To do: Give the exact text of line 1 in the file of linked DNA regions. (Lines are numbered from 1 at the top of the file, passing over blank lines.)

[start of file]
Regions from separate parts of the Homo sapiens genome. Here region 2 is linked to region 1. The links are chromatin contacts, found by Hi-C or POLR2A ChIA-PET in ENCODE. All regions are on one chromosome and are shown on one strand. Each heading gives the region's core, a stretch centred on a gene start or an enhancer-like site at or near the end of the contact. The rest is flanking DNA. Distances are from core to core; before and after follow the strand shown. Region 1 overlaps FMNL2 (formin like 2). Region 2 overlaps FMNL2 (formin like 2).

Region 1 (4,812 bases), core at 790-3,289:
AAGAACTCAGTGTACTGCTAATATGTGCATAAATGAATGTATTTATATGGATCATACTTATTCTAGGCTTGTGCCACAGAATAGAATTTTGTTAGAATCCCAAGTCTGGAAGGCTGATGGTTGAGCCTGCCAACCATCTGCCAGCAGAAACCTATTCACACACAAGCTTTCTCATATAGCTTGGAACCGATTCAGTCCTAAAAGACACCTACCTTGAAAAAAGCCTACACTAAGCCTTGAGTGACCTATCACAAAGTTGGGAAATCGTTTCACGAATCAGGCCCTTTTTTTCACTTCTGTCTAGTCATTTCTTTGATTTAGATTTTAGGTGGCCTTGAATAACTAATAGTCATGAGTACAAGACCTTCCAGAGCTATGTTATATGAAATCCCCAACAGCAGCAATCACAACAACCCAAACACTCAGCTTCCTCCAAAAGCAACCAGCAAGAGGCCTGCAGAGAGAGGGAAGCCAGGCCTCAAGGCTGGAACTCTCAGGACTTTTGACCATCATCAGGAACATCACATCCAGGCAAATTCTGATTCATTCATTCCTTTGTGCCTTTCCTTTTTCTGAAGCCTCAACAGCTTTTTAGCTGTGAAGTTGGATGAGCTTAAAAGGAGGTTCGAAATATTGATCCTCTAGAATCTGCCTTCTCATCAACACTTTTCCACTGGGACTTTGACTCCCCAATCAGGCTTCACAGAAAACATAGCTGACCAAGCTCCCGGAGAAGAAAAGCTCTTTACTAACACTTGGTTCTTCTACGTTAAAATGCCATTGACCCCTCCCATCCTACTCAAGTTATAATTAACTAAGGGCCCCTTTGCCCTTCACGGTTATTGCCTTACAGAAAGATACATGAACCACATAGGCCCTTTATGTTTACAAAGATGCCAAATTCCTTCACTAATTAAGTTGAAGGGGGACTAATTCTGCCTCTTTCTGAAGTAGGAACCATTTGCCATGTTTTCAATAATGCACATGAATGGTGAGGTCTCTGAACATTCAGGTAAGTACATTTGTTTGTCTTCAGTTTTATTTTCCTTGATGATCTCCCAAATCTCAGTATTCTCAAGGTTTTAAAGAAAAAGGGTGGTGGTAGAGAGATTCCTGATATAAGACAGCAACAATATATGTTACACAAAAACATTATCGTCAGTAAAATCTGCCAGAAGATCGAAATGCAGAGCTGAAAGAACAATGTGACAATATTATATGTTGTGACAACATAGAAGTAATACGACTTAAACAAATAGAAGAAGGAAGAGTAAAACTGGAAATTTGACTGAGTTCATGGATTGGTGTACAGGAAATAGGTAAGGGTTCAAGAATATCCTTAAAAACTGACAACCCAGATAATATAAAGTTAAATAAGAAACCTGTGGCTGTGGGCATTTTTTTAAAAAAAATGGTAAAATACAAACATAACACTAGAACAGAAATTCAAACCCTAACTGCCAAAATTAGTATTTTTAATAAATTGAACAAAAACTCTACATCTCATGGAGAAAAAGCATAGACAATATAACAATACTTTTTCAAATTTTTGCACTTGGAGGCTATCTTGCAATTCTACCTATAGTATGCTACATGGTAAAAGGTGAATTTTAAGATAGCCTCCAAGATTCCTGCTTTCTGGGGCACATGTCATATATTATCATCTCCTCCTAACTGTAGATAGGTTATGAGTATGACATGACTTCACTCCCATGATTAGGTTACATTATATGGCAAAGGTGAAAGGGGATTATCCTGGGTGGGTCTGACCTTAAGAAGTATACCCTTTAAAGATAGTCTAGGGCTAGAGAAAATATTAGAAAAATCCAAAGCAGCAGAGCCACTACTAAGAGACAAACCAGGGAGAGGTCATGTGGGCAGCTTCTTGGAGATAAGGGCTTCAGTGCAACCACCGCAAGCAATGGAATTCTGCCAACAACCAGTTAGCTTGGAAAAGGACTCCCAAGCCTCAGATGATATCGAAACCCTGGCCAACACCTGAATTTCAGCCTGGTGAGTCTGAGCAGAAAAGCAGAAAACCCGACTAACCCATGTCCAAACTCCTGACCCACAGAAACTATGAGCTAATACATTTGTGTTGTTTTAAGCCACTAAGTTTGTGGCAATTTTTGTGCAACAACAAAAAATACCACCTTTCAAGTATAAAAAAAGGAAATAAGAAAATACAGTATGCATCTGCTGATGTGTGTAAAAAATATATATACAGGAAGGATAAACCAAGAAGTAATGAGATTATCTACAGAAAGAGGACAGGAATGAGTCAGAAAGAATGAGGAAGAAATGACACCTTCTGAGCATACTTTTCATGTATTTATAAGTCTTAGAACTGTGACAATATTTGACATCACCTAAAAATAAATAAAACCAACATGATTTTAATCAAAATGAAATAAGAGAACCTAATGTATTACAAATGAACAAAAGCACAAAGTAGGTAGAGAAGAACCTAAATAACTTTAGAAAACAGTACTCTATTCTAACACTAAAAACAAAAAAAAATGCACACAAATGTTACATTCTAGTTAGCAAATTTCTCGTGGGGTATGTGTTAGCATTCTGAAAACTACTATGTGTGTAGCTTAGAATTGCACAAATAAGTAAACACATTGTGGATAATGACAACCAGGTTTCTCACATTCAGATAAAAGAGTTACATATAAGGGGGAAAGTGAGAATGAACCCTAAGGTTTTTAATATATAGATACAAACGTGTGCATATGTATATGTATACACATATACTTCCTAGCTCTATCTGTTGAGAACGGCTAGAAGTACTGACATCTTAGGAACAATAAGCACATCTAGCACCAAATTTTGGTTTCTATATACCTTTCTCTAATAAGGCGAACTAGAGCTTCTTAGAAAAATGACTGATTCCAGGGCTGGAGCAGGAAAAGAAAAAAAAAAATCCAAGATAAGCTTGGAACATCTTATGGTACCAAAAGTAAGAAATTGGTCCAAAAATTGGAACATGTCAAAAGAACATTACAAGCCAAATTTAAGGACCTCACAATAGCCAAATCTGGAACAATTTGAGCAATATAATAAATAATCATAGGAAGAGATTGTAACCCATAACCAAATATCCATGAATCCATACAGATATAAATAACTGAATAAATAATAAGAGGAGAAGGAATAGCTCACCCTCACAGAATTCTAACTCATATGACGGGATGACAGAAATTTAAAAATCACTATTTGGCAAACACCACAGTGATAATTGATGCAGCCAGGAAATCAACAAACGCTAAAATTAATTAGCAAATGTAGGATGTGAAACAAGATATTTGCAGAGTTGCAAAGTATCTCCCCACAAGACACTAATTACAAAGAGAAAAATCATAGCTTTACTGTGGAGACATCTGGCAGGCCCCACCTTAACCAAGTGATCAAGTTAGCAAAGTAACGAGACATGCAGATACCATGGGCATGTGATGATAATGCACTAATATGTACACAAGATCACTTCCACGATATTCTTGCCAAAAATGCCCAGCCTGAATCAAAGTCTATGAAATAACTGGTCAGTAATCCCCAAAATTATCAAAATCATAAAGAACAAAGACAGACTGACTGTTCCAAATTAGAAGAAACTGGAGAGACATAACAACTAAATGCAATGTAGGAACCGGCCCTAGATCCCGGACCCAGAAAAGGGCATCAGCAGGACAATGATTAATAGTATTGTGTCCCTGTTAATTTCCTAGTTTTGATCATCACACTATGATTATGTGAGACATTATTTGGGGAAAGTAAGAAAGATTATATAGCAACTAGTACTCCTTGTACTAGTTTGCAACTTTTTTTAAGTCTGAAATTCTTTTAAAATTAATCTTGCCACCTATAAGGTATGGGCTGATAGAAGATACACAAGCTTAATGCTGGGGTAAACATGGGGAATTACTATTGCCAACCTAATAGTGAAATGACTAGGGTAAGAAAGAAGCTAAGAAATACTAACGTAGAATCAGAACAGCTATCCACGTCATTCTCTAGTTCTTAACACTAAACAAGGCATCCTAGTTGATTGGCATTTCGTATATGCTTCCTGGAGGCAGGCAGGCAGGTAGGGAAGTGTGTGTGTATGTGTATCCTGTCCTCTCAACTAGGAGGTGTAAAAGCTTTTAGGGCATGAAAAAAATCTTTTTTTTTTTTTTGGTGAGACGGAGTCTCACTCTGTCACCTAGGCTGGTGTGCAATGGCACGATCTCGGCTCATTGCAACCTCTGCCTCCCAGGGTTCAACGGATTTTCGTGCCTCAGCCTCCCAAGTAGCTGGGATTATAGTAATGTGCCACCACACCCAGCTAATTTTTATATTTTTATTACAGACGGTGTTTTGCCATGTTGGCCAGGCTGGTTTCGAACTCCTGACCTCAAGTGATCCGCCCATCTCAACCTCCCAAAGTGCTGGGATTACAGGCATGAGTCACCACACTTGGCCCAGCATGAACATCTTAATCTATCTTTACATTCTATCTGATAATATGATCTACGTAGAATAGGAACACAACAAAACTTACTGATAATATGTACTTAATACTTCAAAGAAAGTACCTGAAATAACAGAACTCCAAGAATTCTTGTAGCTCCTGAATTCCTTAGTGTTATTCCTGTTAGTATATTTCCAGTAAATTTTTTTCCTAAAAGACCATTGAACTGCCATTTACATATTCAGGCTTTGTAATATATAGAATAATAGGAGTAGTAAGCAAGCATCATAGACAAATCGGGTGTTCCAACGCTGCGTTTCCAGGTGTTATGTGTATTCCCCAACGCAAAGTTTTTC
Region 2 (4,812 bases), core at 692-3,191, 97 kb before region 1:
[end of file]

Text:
Regions from separate parts of the Homo sapiens genome. Here region 2 is linked to region 1. The links are chromatin contacts, found by Hi-C or POLR2A ChIA-PET in ENCODE. All regions are on one chromosome and are shown on one strand. Each heading gives the region's core, a stretch centred on a gene start or an enhancer-like site at or near the end of the contact. The rest is flanking DNA. Distances are from core to core; before and after follow the strand shown. Region 1 overlaps FMNL2 (formin like 2). Region 2 overlaps FMNL2 (formin like 2).